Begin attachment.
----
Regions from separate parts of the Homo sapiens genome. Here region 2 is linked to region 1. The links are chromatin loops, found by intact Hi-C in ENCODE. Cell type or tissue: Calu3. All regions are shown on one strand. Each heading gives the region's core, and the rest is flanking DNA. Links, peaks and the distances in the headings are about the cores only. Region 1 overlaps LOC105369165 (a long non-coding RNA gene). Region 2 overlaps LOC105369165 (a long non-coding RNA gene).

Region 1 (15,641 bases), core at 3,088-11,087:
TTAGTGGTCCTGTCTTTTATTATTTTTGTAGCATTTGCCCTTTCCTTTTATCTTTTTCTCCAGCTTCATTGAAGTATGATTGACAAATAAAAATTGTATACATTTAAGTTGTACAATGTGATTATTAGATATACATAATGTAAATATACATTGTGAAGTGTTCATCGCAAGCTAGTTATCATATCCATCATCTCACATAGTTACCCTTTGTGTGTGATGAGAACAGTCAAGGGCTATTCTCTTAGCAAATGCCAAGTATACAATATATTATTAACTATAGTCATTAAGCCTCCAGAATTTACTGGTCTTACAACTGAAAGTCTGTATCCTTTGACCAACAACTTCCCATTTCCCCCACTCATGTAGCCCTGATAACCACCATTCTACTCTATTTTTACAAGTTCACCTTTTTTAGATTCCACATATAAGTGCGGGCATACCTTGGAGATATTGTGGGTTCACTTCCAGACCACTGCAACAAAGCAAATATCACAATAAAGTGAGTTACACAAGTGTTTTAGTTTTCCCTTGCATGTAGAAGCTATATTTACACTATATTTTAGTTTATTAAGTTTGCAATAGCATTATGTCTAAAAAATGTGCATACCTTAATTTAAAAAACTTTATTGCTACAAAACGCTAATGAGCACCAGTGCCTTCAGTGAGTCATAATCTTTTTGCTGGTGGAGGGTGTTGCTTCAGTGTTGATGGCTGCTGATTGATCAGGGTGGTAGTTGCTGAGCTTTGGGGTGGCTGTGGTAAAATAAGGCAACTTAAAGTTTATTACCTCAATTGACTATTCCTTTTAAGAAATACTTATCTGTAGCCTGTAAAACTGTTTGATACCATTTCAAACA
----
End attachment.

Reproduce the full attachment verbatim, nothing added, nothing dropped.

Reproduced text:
Regions from separate parts of the Homo sapiens genome. Here region 2 is linked to region 1. The links are chromatin loops, found by intact Hi-C in ENCODE. Cell type or tissue: Calu3. All regions are shown on one strand. Each heading gives the region's core, and the rest is flanking DNA. Links, peaks and the distances in the headings are about the cores only. Region 1 overlaps LOC105369165 (a long non-coding RNA gene). Region 2 overlaps LOC105369165 (a long non-coding RNA gene).

Region 1 (15,641 bases), core at 3,088-11,087:
TTAGTGGTCCTGTCTTTTATTATTTTTGTAGCATTTGCCCTTTCCTTTTATCTTTTTCTCCAGCTTCATTGAAGTATGATTGACAAATAAAAATTGTATACATTTAAGTTGTACAATGTGATTATTAGATATACATAATGTAAATATACATTGTGAAGTGTTCATCGCAAGCTAGTTATCATATCCATCATCTCACATAGTTACCCTTTGTGTGTGATGAGAACAGTCAAGGGCTATTCTCTTAGCAAATGCCAAGTATACAATATATTATTAACTATAGTCATTAAGCCTCCAGAATTTACTGGTCTTACAACTGAAAGTCTGTATCCTTTGACCAACAACTTCCCATTTCCCCCACTCATGTAGCCCTGATAACCACCATTCTACTCTATTTTTACAAGTTCACCTTTTTTAGATTCCACATATAAGTGCGGGCATACCTTGGAGATATTGTGGGTTCACTTCCAGACCACTGCAACAAAGCAAATATCACAATAAAGTGAGTTACACAAGTGTTTTAGTTTTCCCTTGCATGTAGAAGCTATATTTACACTATATTTTAGTTTATTAAGTTTGCAATAGCATTATGTCTAAAAAATGTGCATACCTTAATTTAAAAAACTTTATTGCTACAAAACGCTAATGAGCACCAGTGCCTTCAGTGAGTCATAATCTTTTTGCTGGTGGAGGGTGTTGCTTCAGTGTTGATGGCTGCTGATTGATCAGGGTGGTAGTTGCTGAGCTTTGGGGTGGCTGTGGTAAAATAAGGCAACTTAAAGTTTATTACCTCAATTGACTATTCCTTTTAAGAAATACTTATCTGTAGCCTGTAAAACTGTTTGATACCATTTCAAACA